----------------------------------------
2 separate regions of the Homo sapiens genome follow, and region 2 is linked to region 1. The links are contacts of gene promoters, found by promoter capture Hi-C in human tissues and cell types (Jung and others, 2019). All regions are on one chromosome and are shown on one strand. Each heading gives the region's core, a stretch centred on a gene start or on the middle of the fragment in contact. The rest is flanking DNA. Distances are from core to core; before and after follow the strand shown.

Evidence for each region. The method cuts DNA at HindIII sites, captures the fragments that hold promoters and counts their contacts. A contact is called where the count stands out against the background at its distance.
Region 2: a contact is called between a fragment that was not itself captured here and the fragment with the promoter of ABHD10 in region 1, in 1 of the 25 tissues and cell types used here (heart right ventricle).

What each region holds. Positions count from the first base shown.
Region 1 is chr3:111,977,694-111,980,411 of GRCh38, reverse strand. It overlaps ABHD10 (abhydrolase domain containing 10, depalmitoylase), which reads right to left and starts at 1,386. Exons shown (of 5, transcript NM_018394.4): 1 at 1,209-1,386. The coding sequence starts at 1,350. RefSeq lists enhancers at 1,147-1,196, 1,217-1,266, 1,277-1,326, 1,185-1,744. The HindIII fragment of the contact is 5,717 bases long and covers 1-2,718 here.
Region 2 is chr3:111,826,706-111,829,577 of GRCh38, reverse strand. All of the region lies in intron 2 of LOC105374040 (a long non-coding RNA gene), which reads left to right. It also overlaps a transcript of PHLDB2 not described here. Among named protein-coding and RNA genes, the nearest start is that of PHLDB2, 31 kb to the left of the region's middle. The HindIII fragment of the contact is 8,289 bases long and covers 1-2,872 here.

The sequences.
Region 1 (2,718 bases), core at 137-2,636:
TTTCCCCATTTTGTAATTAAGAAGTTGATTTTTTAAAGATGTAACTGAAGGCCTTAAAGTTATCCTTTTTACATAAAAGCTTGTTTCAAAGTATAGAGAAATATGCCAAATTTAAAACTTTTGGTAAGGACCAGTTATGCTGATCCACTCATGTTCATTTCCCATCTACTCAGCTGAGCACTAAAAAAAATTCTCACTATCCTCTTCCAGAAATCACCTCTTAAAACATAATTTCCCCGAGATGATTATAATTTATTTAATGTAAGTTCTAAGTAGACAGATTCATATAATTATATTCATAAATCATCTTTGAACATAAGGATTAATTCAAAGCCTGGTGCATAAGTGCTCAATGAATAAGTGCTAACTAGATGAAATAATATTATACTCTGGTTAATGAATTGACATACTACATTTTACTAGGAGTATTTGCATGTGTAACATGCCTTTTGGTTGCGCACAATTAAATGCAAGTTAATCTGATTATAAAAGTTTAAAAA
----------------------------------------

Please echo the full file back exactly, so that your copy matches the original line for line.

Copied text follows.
2 separate regions of the Homo sapiens genome follow, and region 2 is linked to region 1. The links are contacts of gene promoters, found by promoter capture Hi-C in human tissues and cell types (Jung and others, 2019). All regions are on one chromosome and are shown on one strand. Each heading gives the region's core, a stretch centred on a gene start or on the middle of the fragment in contact. The rest is flanking DNA. Distances are from core to core; before and after follow the strand shown.

Evidence for each region. The method cuts DNA at HindIII sites, captures the fragments that hold promoters and counts their contacts. A contact is called where the count stands out against the background at its distance.
Region 2: a contact is called between a fragment that was not itself captured here and the fragment with the promoter of ABHD10 in region 1, in 1 of the 25 tissues and cell types used here (heart right ventricle).

What each region holds. Positions count from the first base shown.
Region 1 is chr3:111,977,694-111,980,411 of GRCh38, reverse strand. It overlaps ABHD10 (abhydrolase domain containing 10, depalmitoylase), which reads right to left and starts at 1,386. Exons shown (of 5, transcript NM_018394.4): 1 at 1,209-1,386. The coding sequence starts at 1,350. RefSeq lists enhancers at 1,147-1,196, 1,217-1,266, 1,277-1,326, 1,185-1,744. The HindIII fragment of the contact is 5,717 bases long and covers 1-2,718 here.
Region 2 is chr3:111,826,706-111,829,577 of GRCh38, reverse strand. All of the region lies in intron 2 of LOC105374040 (a long non-coding RNA gene), which reads left to right. It also overlaps a transcript of PHLDB2 not described here. Among named protein-coding and RNA genes, the nearest start is that of PHLDB2, 31 kb to the left of the region's middle. The HindIII fragment of the contact is 8,289 bases long and covers 1-2,872 here.

The sequences.
Region 1 (2,718 bases), core at 137-2,636:
TTTCCCCATTTTGTAATTAAGAAGTTGATTTTTTAAAGATGTAACTGAAGGCCTTAAAGTTATCCTTTTTACATAAAAGCTTGTTTCAAAGTATAGAGAAATATGCCAAATTTAAAACTTTTGGTAAGGACCAGTTATGCTGATCCACTCATGTTCATTTCCCATCTACTCAGCTGAGCACTAAAAAAAATTCTCACTATCCTCTTCCAGAAATCACCTCTTAAAACATAATTTCCCCGAGATGATTATAATTTATTTAATGTAAGTTCTAAGTAGACAGATTCATATAATTATATTCATAAATCATCTTTGAACATAAGGATTAATTCAAAGCCTGGTGCATAAGTGCTCAATGAATAAGTGCTAACTAGATGAAATAATATTATACTCTGGTTAATGAATTGACATACTACATTTTACTAGGAGTATTTGCATGTGTAACATGCCTTTTGGTTGCGCACAATTAAATGCAAGTTAATCTGATTATAAAAGTTTAAAAA